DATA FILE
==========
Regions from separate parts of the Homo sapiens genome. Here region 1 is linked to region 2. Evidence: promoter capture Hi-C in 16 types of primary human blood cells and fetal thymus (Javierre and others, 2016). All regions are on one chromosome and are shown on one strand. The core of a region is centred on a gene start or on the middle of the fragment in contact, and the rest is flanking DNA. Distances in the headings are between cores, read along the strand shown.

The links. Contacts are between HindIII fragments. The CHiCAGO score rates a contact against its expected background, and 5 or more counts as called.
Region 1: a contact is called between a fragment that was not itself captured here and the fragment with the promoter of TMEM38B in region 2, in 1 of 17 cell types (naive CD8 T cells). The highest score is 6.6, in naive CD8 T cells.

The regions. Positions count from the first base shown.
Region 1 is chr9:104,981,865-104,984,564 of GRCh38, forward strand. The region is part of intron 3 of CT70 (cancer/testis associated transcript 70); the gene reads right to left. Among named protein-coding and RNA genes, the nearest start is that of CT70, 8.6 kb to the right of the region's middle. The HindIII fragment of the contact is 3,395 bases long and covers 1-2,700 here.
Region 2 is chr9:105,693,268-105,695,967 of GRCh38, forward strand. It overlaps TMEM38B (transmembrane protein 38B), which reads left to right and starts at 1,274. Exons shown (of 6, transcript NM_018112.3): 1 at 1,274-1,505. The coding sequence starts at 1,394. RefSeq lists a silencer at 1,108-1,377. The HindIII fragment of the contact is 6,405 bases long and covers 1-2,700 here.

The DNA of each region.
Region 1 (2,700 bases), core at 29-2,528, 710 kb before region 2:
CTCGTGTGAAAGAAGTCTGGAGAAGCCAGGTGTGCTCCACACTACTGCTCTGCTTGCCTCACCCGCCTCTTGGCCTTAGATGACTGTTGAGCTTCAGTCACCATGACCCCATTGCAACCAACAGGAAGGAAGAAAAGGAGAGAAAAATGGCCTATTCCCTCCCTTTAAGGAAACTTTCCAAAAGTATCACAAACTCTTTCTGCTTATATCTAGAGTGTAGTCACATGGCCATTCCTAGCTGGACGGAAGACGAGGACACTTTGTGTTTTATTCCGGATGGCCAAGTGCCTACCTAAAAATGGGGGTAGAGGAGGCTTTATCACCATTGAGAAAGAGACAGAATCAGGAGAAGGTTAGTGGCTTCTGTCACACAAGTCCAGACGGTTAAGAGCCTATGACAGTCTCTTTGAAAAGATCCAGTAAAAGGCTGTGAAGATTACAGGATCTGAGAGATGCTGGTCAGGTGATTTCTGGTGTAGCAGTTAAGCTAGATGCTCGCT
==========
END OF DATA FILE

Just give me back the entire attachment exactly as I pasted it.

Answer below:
Regions from separate parts of the Homo sapiens genome. Here region 1 is linked to region 2. Evidence: promoter capture Hi-C in 16 types of primary human blood cells and fetal thymus (Javierre and others, 2016). All regions are on one chromosome and are shown on one strand. The core of a region is centred on a gene start or on the middle of the fragment in contact, and the rest is flanking DNA. Distances in the headings are between cores, read along the strand shown.

The links. Contacts are between HindIII fragments. The CHiCAGO score rates a contact against its expected background, and 5 or more counts as called.
Region 1: a contact is called between a fragment that was not itself captured here and the fragment with the promoter of TMEM38B in region 2, in 1 of 17 cell types (naive CD8 T cells). The highest score is 6.6, in naive CD8 T cells.

The regions. Positions count from the first base shown.
Region 1 is chr9:104,981,865-104,984,564 of GRCh38, forward strand. The region is part of intron 3 of CT70 (cancer/testis associated transcript 70); the gene reads right to left. Among named protein-coding and RNA genes, the nearest start is that of CT70, 8.6 kb to the right of the region's middle. The HindIII fragment of the contact is 3,395 bases long and covers 1-2,700 here.
Region 2 is chr9:105,693,268-105,695,967 of GRCh38, forward strand. It overlaps TMEM38B (transmembrane protein 38B), which reads left to right and starts at 1,274. Exons shown (of 6, transcript NM_018112.3): 1 at 1,274-1,505. The coding sequence starts at 1,394. RefSeq lists a silencer at 1,108-1,377. The HindIII fragment of the contact is 6,405 bases long and covers 1-2,700 here.

The DNA of each region.
Region 1 (2,700 bases), core at 29-2,528, 710 kb before region 2:
CTCGTGTGAAAGAAGTCTGGAGAAGCCAGGTGTGCTCCACACTACTGCTCTGCTTGCCTCACCCGCCTCTTGGCCTTAGATGACTGTTGAGCTTCAGTCACCATGACCCCATTGCAACCAACAGGAAGGAAGAAAAGGAGAGAAAAATGGCCTATTCCCTCCCTTTAAGGAAACTTTCCAAAAGTATCACAAACTCTTTCTGCTTATATCTAGAGTGTAGTCACATGGCCATTCCTAGCTGGACGGAAGACGAGGACACTTTGTGTTTTATTCCGGATGGCCAAGTGCCTACCTAAAAATGGGGGTAGAGGAGGCTTTATCACCATTGAGAAAGAGACAGAATCAGGAGAAGGTTAGTGGCTTCTGTCACACAAGTCCAGACGGTTAAGAGCCTATGACAGTCTCTTTGAAAAGATCCAGTAAAAGGCTGTGAAGATTACAGGATCTGAGAGATGCTGGTCAGGTGATTTCTGGTGTAGCAGTTAAGCTAGATGCTCGCT